S.U. Khan, J.
1. Heard learned Counsel for the parties.
This is landlord's writ petition arising out of eviction/release proceedings by him against tenants respondents on the ground of bona fide need under Section 21 of U.P. Act No. 13 of 1972.
2. Property in dispute is a shop. Release application was registered as P.A. Case No. 36 of 1978 on the file of prescribed authority/1st Additional Munsif, Varanasi, The landlady petitioner pleaded that she required the shop in dispute for establishing his sons in business. Prescribed authority by order dated 12.4.1982 allowed the release application, against which tenants respondents filed appeal under Section 22 of the Act being Rent Control Appeal No. 239 of 1982. 1st Additional District Judge, Varanasi through judgment and order dated 30.11.1983 allowed the appeal, hence, this writ petition by landlady.
3. Landlady had specifically stated that her sons intend to start the business of Swarnkari. The Appellate Court mainly allowed the appeal on the ground that Swarnkari business was family business of landlady's husband hence it should be presumed that her sons Jugal Kishore and Mangesh Kumar might be intending to take the orders and manufacture the ornaments themselves. The Appellate Court also held that landlady did not show as to how many shops were owned by her husband. If the tenants come up with the case that landlord has got other alternative accommodation available then the burden to prove the same lies upon them. Appellate Court also observed that landlady did not state as to whether her sons were separate in business and living or not. Lower Appellate Court further held that "These young sons Jugal Kishore and Mangesh Kumar may continue to work with their father and assist their father in this sarrafa business". This view is quite contrary to the view expressed in this regard by Supreme Court in the following authorities:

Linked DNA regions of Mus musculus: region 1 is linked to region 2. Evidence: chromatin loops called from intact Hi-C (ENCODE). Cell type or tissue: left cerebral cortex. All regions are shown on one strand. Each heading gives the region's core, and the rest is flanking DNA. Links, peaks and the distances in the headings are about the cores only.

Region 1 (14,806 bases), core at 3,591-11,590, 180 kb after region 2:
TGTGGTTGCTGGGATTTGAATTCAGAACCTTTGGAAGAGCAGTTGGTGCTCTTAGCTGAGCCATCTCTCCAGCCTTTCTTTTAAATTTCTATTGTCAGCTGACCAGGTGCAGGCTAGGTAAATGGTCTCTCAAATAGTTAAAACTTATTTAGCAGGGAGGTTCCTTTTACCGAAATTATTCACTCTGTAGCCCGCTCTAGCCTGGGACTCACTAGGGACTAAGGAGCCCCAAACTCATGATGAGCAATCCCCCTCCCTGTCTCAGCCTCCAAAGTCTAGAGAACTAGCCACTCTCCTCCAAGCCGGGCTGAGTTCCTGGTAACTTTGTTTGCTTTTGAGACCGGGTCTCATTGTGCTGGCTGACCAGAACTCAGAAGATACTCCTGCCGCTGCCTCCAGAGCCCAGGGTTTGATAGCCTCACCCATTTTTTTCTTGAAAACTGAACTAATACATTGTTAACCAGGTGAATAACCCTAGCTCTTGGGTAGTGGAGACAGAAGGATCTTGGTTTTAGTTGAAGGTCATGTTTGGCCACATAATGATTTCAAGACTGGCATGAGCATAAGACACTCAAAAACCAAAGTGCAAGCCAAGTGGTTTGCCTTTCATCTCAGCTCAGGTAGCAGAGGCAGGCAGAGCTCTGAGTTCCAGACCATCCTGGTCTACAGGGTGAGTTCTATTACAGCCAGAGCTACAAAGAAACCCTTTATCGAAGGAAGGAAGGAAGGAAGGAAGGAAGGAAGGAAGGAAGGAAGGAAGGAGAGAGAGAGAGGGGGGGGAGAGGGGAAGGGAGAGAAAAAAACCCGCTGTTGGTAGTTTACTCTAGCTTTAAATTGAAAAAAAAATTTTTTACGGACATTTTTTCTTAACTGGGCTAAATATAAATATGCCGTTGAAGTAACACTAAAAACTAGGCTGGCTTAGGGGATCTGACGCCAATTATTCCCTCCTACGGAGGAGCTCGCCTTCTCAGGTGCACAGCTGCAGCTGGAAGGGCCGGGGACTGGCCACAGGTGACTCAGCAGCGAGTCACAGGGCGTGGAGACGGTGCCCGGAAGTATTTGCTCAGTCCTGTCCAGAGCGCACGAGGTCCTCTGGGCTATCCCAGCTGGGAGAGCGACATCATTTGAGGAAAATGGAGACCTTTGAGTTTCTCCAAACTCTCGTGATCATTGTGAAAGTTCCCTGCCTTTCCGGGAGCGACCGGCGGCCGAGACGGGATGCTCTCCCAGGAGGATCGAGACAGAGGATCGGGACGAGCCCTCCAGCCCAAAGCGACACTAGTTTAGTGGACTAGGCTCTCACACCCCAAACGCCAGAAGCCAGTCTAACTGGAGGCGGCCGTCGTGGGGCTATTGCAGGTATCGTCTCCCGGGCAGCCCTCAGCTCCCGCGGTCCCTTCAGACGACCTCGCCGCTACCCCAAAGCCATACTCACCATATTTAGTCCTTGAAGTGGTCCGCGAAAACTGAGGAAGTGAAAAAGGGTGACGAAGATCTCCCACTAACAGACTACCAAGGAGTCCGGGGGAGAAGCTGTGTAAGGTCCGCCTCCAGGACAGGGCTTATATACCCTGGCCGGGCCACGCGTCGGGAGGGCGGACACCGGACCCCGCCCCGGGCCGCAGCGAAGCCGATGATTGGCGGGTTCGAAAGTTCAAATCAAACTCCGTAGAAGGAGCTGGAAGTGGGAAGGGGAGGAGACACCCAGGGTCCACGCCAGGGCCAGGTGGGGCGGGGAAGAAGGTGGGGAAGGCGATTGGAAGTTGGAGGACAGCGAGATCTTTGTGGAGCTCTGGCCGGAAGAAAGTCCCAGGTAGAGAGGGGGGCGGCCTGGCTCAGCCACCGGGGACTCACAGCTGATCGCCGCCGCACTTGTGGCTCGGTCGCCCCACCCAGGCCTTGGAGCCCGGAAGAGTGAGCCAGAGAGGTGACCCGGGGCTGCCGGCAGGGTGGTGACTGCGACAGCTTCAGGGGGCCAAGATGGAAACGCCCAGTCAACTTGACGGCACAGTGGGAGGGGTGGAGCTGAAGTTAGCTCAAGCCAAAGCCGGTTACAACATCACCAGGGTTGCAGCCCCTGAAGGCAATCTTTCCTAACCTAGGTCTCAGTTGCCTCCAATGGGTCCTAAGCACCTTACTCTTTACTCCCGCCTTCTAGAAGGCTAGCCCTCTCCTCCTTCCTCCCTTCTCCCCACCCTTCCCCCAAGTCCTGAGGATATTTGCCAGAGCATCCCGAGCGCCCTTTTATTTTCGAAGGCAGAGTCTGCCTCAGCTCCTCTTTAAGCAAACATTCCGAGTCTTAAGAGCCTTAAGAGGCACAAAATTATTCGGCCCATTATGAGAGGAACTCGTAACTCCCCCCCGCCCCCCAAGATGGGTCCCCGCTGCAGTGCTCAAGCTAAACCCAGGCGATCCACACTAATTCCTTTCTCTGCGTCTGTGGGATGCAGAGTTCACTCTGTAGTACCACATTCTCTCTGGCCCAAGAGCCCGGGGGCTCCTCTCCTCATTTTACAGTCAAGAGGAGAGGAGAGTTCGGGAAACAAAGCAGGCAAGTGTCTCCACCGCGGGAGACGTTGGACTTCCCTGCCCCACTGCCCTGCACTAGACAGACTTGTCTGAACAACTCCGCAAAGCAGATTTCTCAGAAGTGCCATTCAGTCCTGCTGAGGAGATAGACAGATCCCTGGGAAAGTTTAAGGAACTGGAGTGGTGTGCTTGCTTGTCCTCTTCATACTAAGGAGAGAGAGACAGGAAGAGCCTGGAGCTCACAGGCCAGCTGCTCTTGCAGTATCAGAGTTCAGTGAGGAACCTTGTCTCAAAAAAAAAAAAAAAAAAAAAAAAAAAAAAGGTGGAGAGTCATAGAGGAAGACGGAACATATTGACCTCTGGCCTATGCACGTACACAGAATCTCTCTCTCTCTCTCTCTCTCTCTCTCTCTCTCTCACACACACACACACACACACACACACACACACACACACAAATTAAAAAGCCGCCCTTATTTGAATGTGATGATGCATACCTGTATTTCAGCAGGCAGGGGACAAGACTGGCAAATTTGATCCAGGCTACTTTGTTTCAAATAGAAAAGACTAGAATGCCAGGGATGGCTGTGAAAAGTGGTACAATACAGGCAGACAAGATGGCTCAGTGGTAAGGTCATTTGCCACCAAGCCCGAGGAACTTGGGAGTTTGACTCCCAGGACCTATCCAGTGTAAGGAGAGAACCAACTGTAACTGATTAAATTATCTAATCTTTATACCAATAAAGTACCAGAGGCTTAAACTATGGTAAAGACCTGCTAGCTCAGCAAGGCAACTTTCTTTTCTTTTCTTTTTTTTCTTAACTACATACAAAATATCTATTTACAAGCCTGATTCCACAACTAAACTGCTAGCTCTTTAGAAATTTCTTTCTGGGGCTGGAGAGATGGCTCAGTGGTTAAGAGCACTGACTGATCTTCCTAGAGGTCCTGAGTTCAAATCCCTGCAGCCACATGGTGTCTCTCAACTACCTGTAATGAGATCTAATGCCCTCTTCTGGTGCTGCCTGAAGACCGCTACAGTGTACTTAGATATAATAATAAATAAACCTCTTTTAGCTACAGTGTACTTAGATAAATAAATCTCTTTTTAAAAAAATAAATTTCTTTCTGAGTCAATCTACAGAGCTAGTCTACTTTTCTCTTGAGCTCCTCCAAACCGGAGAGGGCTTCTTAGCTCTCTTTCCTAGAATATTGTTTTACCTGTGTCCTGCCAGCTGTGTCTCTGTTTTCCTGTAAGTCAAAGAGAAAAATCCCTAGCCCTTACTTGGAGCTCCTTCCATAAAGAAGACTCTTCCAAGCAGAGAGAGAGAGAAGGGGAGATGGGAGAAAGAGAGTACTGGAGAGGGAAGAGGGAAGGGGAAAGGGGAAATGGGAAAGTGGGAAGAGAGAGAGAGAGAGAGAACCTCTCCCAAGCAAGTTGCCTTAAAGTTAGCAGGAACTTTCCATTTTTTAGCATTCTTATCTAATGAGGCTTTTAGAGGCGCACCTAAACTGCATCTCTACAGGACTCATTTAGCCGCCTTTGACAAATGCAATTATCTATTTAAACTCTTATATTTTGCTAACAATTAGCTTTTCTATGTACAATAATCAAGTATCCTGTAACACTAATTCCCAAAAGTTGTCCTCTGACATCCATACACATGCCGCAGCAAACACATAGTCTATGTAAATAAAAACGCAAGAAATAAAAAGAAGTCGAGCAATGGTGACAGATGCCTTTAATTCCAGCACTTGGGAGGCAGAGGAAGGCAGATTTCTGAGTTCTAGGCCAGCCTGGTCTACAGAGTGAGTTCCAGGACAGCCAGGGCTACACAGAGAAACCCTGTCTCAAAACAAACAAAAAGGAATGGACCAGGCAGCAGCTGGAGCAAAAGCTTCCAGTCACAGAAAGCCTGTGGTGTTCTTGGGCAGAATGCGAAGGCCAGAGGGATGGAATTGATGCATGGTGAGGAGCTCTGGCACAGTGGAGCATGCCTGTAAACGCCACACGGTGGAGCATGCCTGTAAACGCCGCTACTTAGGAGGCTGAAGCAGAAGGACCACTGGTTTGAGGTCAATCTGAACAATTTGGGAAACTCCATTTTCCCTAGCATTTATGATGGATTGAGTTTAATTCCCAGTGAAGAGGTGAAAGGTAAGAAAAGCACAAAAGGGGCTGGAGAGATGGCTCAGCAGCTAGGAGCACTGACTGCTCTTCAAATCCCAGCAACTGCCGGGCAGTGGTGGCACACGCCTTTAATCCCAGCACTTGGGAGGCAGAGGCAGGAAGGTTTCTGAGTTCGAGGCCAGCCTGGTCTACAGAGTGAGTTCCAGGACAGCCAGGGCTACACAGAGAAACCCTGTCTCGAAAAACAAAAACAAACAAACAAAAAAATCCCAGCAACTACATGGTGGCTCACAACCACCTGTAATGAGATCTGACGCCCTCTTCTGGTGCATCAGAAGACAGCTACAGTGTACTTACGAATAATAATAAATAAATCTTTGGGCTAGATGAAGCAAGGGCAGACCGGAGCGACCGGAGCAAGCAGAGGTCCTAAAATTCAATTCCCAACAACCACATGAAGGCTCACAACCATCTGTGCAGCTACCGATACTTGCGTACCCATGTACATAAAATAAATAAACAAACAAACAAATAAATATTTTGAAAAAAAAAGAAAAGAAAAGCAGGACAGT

1. Akhilesh Kumar and Ors. v. Mustaquim and Ors., AIR 2003 SC 532: 2003 SCFBRC 137.
2. Sushila v. IInd Additional District Judge, Banda and Ors., 2003 SCFBRC 109
4. The Supreme Court has held that every adult member of landlord's family have got a right to start independent business and no landlord or any of his family members, can be compelled to participate in the family business.
5. Lower Appellate Court also took into consideration that landlady or her husband had purchased a plot and constructed a house thereupon. Residential accommodation cannot be taken into consideration to deny the need for commercial activity.
6. Regarding comparative hardship Revisional Court held that "his (tenants) wife owns and possess a residential house in the lane. Of course a room on ground floor can be separated for the floor mill, but it will carry a risk for the livelihood of Jawahar Lal and his family."
7. By virtue of above it is quite clear that tenants have got alternative accommodation, which is sufficient to decide comparative hardship against them. Tenants also did not show as to what efforts they made to search alternative accommodation after filing of the release application. This was also important factor for determining comparative hardship (vide Badri Narain Chunnilal Bhutada v. Govindram, Ram Gopal Mundada, AIR 2003 SC 2713).
8. Accordingly, writ petition is allowed. Judgment and order passed by Lower Appellate Court dated 30.11.1983 is set aside and order passed by prescribed authority dated 12.4.1982 is restored.
9. Tenants respondents are granted six months time to vacate provided that within one month from today they file an undertaking before the prescribed authority to the effect that on or before 2.3.2005 they will willingly vacate and handover possession of the shop in dispute to the landlady.